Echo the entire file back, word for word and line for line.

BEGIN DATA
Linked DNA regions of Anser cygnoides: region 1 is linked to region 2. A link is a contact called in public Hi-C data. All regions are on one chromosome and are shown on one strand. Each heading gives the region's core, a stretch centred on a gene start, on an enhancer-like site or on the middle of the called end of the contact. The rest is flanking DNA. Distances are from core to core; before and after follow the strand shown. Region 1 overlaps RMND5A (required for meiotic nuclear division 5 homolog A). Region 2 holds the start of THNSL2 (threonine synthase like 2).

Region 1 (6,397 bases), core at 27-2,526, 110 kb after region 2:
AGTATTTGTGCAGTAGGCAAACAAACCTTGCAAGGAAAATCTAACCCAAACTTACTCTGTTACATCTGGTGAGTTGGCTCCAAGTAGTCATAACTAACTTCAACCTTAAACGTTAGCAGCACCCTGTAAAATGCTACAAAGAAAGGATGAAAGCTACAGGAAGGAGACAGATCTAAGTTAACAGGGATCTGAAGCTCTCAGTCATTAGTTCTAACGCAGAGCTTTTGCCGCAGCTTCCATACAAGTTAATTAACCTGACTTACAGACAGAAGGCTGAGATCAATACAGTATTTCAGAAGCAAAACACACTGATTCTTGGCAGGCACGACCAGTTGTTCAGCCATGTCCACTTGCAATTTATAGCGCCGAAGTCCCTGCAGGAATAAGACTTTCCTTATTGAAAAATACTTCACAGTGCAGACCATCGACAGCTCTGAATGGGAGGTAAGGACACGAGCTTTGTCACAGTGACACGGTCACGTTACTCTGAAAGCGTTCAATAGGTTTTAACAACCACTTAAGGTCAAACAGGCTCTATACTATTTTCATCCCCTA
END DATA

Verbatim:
Linked DNA regions of Anser cygnoides: region 1 is linked to region 2. A link is a contact called in public Hi-C data. All regions are on one chromosome and are shown on one strand. Each heading gives the region's core, a stretch centred on a gene start, on an enhancer-like site or on the middle of the called end of the contact. The rest is flanking DNA. Distances are from core to core; before and after follow the strand shown. Region 1 overlaps RMND5A (required for meiotic nuclear division 5 homolog A). Region 2 holds the start of THNSL2 (threonine synthase like 2).

Region 1 (6,397 bases), core at 27-2,526, 110 kb after region 2:
AGTATTTGTGCAGTAGGCAAACAAACCTTGCAAGGAAAATCTAACCCAAACTTACTCTGTTACATCTGGTGAGTTGGCTCCAAGTAGTCATAACTAACTTCAACCTTAAACGTTAGCAGCACCCTGTAAAATGCTACAAAGAAAGGATGAAAGCTACAGGAAGGAGACAGATCTAAGTTAACAGGGATCTGAAGCTCTCAGTCATTAGTTCTAACGCAGAGCTTTTGCCGCAGCTTCCATACAAGTTAATTAACCTGACTTACAGACAGAAGGCTGAGATCAATACAGTATTTCAGAAGCAAAACACACTGATTCTTGGCAGGCACGACCAGTTGTTCAGCCATGTCCACTTGCAATTTATAGCGCCGAAGTCCCTGCAGGAATAAGACTTTCCTTATTGAAAAATACTTCACAGTGCAGACCATCGACAGCTCTGAATGGGAGGTAAGGACACGAGCTTTGTCACAGTGACACGGTCACGTTACTCTGAAAGCGTTCAATAGGTTTTAACAACCACTTAAGGTCAAACAGGCTCTATACTATTTTCATCCCCTA